The Leicester Wolverines (MA) are having success under head coach Michael Lynch, who runs his program under three key pillars – and FastDraw.
This spotlight was written by Michael Lynch for FastModel Sports.
Coach Michael Lynch
- History teacher at Leicester High School in Leicester, MA past 14 years
- Varsity Boys Basketball Coach since 2009-2010 (9 seasons)
- FastModel user since 2016 (NCAA Tournament diagrams caught my eye on Twitter!)
Leicester High School is a small school of about 400-450 students that competes in the Southern Worcester County League (SWCL) in Central Massachusetts. Two of our goals never change from year to year; 1) Qualify for the Division III District Tournament and 2) Be selected to compete in the prestigious Clark Tournament, a postseason event that has over 75 years of history. When I was hired, Leicester had not qualified for the postseason in five years and was having a difficult time competing with the best teams in our league. It took patience and some incredibly hard work from coaches and players, but we have now qualified for these tournaments in three out of the last four seasons.
In 2016-17, we finished with a 13-6 in the regular season record, qualifying for both postseason tournaments and winning a home playoff game for the first time in 13 seasons. This past season we finished 12-7, once again qualifying for the postseason and giving our program its first back to back winning seasons in 14 years. I’m extremely proud of what were able to accomplish this season given that we had graduated six seniors (including our 1,200 point scorer Matt Morrow), and then suffered a rash of injuries that included a season ending one to our leading scorer/rebounder half way through the year. Despite those obstacles, we managed to win six straight games and had different guys step up every night. I believe that this is a positive sign about the depth in our program and the standards that our guys have set for themselves.
During the 2016 NCAA Tournament I started following @FastModel and @RadiusAthletics on Twitter. Shortly after this event, I Joined Radius Athletics’ RAMP Program as a Gold level member, which has had an enormous impact on my thought process as a coach. One of the first talks we had together centered on “Program Pillars” – things that defined a program’s style of play. These should be things that are known by the players, consistently emphasized by the coach, and are recognizable to the average fan.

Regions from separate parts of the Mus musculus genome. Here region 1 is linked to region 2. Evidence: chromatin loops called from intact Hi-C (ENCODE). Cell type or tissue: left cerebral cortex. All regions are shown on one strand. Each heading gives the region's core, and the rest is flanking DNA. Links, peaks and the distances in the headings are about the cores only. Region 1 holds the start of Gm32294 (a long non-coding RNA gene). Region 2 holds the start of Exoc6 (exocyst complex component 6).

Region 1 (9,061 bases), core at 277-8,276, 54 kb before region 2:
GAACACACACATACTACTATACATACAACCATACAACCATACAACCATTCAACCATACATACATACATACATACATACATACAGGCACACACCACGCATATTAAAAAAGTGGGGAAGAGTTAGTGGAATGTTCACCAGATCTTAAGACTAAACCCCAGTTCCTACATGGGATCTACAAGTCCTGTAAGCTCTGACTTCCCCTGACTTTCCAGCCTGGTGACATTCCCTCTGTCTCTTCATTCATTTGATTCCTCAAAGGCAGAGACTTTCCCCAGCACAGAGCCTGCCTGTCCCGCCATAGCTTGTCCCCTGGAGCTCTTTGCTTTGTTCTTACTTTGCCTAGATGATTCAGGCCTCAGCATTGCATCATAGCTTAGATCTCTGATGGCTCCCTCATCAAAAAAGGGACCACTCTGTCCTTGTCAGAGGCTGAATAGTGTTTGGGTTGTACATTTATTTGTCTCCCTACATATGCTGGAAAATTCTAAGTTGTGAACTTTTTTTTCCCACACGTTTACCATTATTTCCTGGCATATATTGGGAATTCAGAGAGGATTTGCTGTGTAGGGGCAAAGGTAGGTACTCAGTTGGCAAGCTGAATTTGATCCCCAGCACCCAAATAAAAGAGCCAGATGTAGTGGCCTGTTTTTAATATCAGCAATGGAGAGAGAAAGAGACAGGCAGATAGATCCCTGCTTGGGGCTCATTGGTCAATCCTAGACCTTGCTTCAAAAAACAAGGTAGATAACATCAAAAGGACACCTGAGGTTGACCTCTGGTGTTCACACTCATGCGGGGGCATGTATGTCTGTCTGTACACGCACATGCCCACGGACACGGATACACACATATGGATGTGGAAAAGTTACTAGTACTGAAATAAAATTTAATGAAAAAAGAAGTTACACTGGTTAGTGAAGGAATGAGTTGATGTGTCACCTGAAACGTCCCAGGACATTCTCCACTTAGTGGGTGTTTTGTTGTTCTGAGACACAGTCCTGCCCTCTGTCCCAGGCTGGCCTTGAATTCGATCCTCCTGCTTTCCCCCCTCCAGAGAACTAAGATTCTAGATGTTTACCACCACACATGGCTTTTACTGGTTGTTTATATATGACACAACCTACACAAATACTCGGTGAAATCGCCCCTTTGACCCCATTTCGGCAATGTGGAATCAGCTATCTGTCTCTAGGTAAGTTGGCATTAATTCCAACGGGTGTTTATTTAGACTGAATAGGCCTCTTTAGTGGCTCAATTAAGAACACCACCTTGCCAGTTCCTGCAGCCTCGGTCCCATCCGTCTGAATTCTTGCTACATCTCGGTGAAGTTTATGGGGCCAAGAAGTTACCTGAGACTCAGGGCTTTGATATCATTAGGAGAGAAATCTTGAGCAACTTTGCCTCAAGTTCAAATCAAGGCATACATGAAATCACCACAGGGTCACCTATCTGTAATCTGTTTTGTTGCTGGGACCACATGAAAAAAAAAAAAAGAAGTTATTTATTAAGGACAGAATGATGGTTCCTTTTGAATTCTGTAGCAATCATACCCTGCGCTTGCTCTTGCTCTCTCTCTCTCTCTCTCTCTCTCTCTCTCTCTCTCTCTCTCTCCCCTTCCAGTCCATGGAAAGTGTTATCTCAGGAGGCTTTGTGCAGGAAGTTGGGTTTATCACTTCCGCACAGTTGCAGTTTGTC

Leicester Basketball Pillars:
- RUN. We are going to look to run after every made and missed shot.
- FLOW. We will achieve a seamless flow from transition to half court offense.
- ATTACK. We want to develop an attack mentality on the offensive end of the floor.
When our staff is planning for practice the pillars are at the center of our thought process. If the particular drill does not feed one of our three pillars, we cut it. Nearly every single part of practice design is geared toward improving one of these three pillars. The Radius Athletics RAMP Program talks a lot about figuring out what you want to “Go Big On,” and establishing these pillars has allowed that vision to form.
Aside from the exercise in establishing pillars, I believe the process of designing a seamless offensive approach has been the most integral part of our recent success. We’ve made a conscious effort to eliminate the amount of “set it up” style possessions we have during the course of the game. Our goal is to hunt for an advantage as early in the possession as possible, and if that does not occur in transition then we want to flow seamlessly into half court offense.
As a coach, this has been beneficial in eliminating the time I would spend calling plays and micromanaging the game offensively. Now I can spend time simply helping players read defenses and coverages. The players play more freely by simply correcting their spacing and reacting to what the defense gives them. Not only does this “seamless approach” fit our FLOW pillar, but I believe it fits our ATTACK pillar as well. Our players are not simply passing the ball around to predetermined locations, but are actively hunting offensive opportunities for the entire possession.
Another key component in our recent success has been the use of technology. I have used the FastDraw program for the past two seasons to put our offensive philosophy on “paper.” Players and coaches have a visual aid to reinforce learning the actions, spacing and principles we emphasize. Using FastDraw, I have been able to put together core practice drills for our program that can be easily accessed by our sub-varsity coaches through features like FastTrade and PDF exporting. We have used the combination of Hudl video footage alongside the FastDraw diagrams to give our players a vision of what our reads and principles look like.
2.0 Trips – This is a core transition drill for us in which we are driving home our transition principles, progression and then working into live play. Our simple transition progression for the outlet man is: 1) pitch ahead, 2) cross the rim line and attack, and 3) flip to a trailer. If none of those three result in an offensive advantage, then we are simply flowing into our half court offense. This is a drill that I believe focuses on all three of our pillars, which is excellent. Click the diagram to download to your own FastDraw library!
Favorite Set Play
Rip – This is a play we used last season in order to loosen up pressure defenses. When teams would deny or face guard one of our “attackers,” we would use this as a counter. The play uses a 5/4 back screen to get a perimeter player diving to the rim. A highly effective play that even the NBA Champion Golden State Warriors use, it flows nicely from our 4 Out alignment. Click the diagram to download to your own FastDraw library!